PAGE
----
Wednesday, August 07, 2002

Nets get Mutombo for Van Horn, MacCulloch

The Associated Press

        PHILADELPHIA — In a major trade involving the past two Eastern Conference champions, the Philadelphia 76ers sent center Dikembe Mutombo to the New Jersey Nets on Tuesday in exchange for Keith Van Horn and Todd MacCulloch.

        The deal improves New Jersey's defense and Philadelphia's offense and sends two players — Van Horn and MacCulloch — back to the team that originally drafted them.

        Mutombo, a 7-foot-2 center who led the NBA in rebounding in 1999-00 and 2000-01, was acquired by the 76ers at the trading deadline in 2001 and helped them reach the NBA Finals. He signed a lucrative extension prior to the 2001-02 season and is due to receive almost $54 million over the next three seasons.

        Mutombo will play center for New Jersey in place of MacCulloch, who was briefly a teammate of Mutombo's in Philadelphia before signing with the Nets a year ago as a free agent. The center position was a weak spot for the Nets when they reached the NBA Finals in June and were unable to stop Shaquille O'Neal of the Lakers.

        “To get a player of that ilk was something we felt we should do,” Nets president Rod Thorn said. “We should be a really good defensive team.”

        The trade also will allow the Nets to move Richard Jefferson, who was coming off an impressive rookie season, into the starting lineup.

        Van Horn was chosen by Philadelphia with the overall No. 2 pick in the 1997 draft but was immediately shipped to the Nets in an eight-player trade. He averaged a career-low 14.8 points per game last season and was conspicuously ineffective during several postseason games.

        Although the 76ers are giving up one of the game's best defenders and rebounders, they are reacquiring a player who is coming off his best professional season. MacCulloch, a native of Canada, averaged 9.7 points and 6.1 rebounds in 62 games — missing 20 games because of a foot injury that also will keep him out of the upcoming World Championships.

        The addition of Van Horn gives the 76ers another scorer who can — at least in theory — take some of the offensive burden off Allen Iverson. Since Iverson was drafted in 1996, the 76ers have tried unsuccessfully to use Jerry Stackhouse, Tim Thomas, Larry Hughes, Toni Kukoc and others in that role.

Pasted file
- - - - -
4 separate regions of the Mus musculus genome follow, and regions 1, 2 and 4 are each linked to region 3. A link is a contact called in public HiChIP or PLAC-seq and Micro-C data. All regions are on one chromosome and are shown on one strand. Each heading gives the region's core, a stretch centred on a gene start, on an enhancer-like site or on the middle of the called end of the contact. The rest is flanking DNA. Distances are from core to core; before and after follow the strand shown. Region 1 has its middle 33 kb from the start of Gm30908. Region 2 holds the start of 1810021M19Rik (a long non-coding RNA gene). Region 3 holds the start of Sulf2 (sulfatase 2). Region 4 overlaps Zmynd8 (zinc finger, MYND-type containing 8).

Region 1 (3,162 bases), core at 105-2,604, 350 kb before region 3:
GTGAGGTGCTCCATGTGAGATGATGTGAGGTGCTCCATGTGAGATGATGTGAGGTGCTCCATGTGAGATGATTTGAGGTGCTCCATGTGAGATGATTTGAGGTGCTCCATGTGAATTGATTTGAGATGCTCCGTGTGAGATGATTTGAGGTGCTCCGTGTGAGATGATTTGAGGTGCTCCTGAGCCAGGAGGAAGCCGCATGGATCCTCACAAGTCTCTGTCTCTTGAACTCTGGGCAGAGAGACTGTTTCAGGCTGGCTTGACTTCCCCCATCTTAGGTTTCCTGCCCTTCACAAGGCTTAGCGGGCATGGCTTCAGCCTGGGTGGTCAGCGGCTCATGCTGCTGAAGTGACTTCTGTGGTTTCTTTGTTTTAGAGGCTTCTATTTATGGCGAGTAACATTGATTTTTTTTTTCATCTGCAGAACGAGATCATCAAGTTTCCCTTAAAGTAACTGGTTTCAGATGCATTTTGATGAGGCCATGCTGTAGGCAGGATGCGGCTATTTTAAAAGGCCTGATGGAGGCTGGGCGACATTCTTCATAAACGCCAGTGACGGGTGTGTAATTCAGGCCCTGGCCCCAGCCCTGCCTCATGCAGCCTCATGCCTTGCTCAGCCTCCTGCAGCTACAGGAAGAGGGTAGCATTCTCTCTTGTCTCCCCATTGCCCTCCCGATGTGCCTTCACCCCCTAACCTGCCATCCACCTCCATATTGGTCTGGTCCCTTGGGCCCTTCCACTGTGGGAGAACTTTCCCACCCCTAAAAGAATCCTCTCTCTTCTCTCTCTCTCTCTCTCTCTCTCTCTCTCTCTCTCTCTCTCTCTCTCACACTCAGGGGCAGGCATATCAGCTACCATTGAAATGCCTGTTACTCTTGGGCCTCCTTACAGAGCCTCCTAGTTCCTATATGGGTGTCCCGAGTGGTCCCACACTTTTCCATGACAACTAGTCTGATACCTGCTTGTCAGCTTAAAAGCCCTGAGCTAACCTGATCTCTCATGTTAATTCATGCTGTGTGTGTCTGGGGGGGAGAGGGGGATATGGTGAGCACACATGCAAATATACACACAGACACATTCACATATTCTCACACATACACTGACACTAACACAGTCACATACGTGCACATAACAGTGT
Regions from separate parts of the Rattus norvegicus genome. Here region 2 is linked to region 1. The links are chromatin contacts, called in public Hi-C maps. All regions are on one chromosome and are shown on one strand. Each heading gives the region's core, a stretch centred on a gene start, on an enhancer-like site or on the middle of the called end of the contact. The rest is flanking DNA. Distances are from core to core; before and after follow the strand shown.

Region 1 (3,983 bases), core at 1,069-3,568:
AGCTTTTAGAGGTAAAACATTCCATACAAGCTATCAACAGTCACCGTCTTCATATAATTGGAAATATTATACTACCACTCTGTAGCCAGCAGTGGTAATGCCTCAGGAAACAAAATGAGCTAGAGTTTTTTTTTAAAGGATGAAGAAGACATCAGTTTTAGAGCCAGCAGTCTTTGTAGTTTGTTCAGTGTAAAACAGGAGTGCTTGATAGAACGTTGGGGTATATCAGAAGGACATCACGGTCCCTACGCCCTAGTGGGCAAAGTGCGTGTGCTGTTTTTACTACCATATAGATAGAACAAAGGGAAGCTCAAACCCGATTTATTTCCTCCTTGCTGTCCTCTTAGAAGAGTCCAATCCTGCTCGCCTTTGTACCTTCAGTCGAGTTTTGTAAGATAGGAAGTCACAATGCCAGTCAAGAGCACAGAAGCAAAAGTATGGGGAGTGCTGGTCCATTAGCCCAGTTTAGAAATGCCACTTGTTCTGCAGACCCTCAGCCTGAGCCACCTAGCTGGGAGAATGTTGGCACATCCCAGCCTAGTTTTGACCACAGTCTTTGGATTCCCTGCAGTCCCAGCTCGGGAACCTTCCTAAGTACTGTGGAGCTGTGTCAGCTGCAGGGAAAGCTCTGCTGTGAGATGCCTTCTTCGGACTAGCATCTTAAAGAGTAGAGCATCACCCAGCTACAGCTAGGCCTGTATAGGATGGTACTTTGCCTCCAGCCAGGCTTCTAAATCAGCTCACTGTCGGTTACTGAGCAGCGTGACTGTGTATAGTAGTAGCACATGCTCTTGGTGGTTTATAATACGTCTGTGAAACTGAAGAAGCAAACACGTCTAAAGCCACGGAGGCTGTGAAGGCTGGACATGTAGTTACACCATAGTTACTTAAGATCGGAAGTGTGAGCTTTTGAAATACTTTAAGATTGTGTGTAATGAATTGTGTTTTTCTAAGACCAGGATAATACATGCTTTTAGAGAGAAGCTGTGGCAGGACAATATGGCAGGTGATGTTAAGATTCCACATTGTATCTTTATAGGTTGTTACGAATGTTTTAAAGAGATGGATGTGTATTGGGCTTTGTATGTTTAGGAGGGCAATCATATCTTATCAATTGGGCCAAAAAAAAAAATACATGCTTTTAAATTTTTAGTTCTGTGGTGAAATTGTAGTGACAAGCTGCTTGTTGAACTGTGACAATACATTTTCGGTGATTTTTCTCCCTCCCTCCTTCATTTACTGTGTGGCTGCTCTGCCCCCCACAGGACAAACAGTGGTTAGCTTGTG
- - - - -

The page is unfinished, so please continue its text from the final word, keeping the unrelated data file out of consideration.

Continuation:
“Allen said he needed two guys to score with him,” Sixers coach Larry Brown said. “Now, if he's willing to take 20 shots instead of 30 shots per game, there will be plenty of opportunities for other guys to do that.”

        Van Horn, a gifted shooter whose toughness has been questioned, averaged a career-high 21.8 points for New Jersey in 1999. He was among the longest-tenured members of the Nets, who made it to the NBA Finals for the first time in franchise history after joining the league 26 years ago.

        With Philadelphia, Van Horn will take over the small forward spot from Matt Harpring, who is an unrestricted free agent.

        “Dikembe was a big part of us going to the finals. This wasn't easy, but it was something we felt we needed to do,” 76ers general manager Billy King said. “This makes us a better club.”

        Mutombo, 36,has spent 11 seasons in the NBA with Denver, Atlanta and Philadelphia, leading the league in blocked shots in 1993-94, 1994-95 and 1995-96 and rebounding in 1999-00 and 2000-01.

        Mutombo averaged only 8.8 points in the 76ers' first-round playoff loss to Boston last April.

        Thorn said the Nets and 76ers first discussed a trade on draft night in late June, and the talks heated up again over the past several days.

        “If you look historically at the NBA, any time you have a center who is a defender, rebounder and shot blocker, it's always an advantage,” Thorn said. “Historically, that's what you need to scale the heights, and from our perspective, we feel that Mutombo will be able to do that for us.”


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